|What ever possessed us to buy a boat, anyway?|
Let me start by saying that Theresa and I aren't liveaboards, and we don't know if or when we'll ever adopt the liveaboard lifestyle. This gives our logs a somewhat different flavor from those on many of the other cruising websites maintained by dedicated liveaboards. Our cruising endeavors do, however, have their roots in the liveaboard dream.
I grew up in a family of sailing enthusiasts. My uncle Ernie got involved in sailing when
he was young, and won lots of races in iceboats on the Great Lakes and Y-Flyers on the east
coast. Eventually, he got his Coast Guard Captain's license, and spent several years as a
freelance delivery captain, hanging around in Florida, the Bahamas, and the Virgin Islands.
My uncle's interest in sailing sparked an interest in his two brothers, and my parents joined Lake Norman Yacht Club northwest of Charlotte when I was still in grade school. The Lake Norman Yacht Club attracted some really good sailors, and it soon developed one of the best junior programs on the east coast. I went to sailing camp every summer, and was very active in junior racing for most of each year through junior-high. While still in high school, I raced Sunfish, Lasers, 420's, Hobies, Y-Flyers, and Thistles, taking trophies in most of them.
My sailing hobby hit the skids when I went off to college. Lake Norman was too far away to visit regularly, and I had to work in the summers anyway to pay for college. During some of this time, my uncle Ernie actually lived on a beautiful Swan in Baltimore Harbor, and he continued to talk about the trials and tribulations of the liveaboard lifestyle, both as it pertained to his current situation and to his earlier years in the Caribbean. Before I graduated, he abandoned the liveaboard life for a family and house in Fredricksburg.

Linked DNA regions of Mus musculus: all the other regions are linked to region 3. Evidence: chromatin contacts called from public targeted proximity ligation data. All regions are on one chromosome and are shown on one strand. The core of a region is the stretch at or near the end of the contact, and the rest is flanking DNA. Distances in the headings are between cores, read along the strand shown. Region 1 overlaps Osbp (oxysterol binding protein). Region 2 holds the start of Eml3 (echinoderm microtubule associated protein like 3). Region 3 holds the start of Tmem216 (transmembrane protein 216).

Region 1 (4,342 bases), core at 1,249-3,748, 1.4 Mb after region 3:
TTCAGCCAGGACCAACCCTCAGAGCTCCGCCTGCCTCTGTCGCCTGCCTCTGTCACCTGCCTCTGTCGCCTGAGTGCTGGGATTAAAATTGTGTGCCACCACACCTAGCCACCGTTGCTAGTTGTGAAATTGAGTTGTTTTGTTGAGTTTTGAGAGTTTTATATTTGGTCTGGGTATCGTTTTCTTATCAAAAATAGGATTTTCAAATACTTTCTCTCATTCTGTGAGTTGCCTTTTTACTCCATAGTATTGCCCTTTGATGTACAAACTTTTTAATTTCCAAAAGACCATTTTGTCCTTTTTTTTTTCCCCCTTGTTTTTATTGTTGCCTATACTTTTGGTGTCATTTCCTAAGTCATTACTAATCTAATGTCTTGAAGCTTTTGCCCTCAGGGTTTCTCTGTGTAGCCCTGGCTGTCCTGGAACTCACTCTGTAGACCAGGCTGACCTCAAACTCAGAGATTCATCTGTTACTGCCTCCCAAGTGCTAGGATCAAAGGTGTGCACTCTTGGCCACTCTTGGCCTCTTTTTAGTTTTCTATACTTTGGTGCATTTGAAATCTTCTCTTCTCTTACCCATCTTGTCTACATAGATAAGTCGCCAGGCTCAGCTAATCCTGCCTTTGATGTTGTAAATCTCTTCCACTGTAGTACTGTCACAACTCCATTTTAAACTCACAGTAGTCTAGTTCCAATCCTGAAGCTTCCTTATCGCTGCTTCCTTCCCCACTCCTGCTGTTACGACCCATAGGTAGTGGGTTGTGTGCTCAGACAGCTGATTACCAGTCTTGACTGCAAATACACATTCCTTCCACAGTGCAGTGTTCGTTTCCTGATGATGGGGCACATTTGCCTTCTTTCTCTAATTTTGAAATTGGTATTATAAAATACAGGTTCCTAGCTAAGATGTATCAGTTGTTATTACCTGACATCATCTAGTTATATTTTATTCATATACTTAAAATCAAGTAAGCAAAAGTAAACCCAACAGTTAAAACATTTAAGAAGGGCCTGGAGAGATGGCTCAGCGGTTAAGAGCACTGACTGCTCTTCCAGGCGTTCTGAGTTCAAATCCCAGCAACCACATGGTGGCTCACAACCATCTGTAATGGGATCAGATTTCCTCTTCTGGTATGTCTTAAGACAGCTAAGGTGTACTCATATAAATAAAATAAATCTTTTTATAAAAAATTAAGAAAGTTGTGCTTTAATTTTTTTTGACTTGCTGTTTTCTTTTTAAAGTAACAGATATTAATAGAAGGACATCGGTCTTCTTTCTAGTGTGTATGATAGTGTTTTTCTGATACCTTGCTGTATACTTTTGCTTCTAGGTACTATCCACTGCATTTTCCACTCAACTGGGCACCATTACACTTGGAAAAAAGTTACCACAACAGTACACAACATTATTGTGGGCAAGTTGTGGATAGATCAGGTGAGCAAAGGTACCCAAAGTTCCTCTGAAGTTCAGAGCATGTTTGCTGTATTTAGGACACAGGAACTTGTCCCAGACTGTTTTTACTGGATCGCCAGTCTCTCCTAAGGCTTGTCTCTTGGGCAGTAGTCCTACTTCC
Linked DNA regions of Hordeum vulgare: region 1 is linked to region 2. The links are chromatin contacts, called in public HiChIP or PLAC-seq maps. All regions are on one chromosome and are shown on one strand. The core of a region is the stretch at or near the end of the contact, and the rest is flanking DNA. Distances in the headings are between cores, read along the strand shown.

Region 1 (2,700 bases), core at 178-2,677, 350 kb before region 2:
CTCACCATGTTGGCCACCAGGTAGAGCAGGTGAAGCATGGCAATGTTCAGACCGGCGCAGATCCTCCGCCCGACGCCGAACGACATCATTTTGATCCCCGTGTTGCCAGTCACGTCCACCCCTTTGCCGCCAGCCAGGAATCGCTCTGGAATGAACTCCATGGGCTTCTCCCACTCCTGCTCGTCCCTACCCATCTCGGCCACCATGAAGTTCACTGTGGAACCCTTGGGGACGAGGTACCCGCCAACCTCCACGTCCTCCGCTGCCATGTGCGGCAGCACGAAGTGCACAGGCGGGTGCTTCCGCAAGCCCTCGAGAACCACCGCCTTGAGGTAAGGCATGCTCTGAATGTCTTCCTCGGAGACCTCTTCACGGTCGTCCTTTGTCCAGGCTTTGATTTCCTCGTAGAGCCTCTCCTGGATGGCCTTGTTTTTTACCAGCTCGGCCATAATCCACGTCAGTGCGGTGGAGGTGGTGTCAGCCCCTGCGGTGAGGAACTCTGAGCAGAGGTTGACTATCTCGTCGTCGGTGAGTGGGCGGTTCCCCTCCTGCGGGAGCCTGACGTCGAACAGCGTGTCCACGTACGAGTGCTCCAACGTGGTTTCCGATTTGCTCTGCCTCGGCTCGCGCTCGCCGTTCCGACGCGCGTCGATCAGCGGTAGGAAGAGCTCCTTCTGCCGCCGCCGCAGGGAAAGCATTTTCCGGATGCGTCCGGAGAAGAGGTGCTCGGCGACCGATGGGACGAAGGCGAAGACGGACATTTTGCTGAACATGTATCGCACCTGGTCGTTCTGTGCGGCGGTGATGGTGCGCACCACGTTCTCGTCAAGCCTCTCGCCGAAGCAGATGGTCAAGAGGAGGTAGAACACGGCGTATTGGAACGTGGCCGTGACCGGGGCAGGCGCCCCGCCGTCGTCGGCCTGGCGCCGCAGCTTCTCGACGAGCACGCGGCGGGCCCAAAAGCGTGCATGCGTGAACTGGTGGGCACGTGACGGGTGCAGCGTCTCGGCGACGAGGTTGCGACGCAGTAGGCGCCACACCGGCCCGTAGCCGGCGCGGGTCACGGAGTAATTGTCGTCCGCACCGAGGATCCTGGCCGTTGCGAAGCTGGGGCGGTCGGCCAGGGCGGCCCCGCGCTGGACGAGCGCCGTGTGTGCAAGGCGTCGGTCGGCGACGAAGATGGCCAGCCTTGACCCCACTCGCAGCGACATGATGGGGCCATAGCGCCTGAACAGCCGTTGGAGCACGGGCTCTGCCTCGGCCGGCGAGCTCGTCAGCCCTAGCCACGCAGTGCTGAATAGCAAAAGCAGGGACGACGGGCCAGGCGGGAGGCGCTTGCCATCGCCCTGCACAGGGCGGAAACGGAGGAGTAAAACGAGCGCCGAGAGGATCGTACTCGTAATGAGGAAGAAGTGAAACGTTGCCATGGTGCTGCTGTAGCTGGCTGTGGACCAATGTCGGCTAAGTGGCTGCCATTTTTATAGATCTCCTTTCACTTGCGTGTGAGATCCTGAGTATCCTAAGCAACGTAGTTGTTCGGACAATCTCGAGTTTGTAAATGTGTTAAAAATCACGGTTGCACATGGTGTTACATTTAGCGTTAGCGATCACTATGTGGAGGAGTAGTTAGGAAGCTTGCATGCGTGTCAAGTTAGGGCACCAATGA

As fate would have it, my first job out of college was in Baltimore at Alex Brown & Sons. Near the end of my first year there, one of the analysts (a young fellow named Chris Ruth) bought a decent-sized sailboat and announced that he was going to sail around the world. He had almost zero sailing experience, but his determination was unshakeable, and he was doing tons of research. I spent some time learning about his plans and his boat in the months just before his departure. I was inspired by his resolve. If he could do it with so little experience (and cash), surely I could do it with my sailing experience and a similar amount of cash!
By the time my first year's lease was up in Baltimore, I was completely enamored of the liveaboard dream. Work at Alex Brown was incredibly stressful; I was on call every other week, 24x7, and I regularly worked 70-hour weeks with occasional 100-hour weeks. The liveaboard lifestyle represented a means of escape from this workaholic existance. I started seriously researching the notion of buying a sailboat as my primary residence. I didn't have a lot of money, but as a computer guy, I needed a decent amount of space. After several weeks of searching, I put an offer down on a beat-up 46-foot Morgan, but I couldn't get financing, and the deal fell through. Three months later, I got a job offer in St. Louis and moved out to the Midwest (where no one really sails anyway).
I lived in St. Louis for a year and a half, and only managed to sail once the entire time (on a Sunfish at the beach). I met my future wife in St. Louis, and in 1995, we moved back east to Alexandria, VA, where I started a company called Interactive Financial Services with the help of some friends. We were bought out a year later by Intuit (the makers of Quicken and TurboTax) for a sizeable amount of Intuit stock.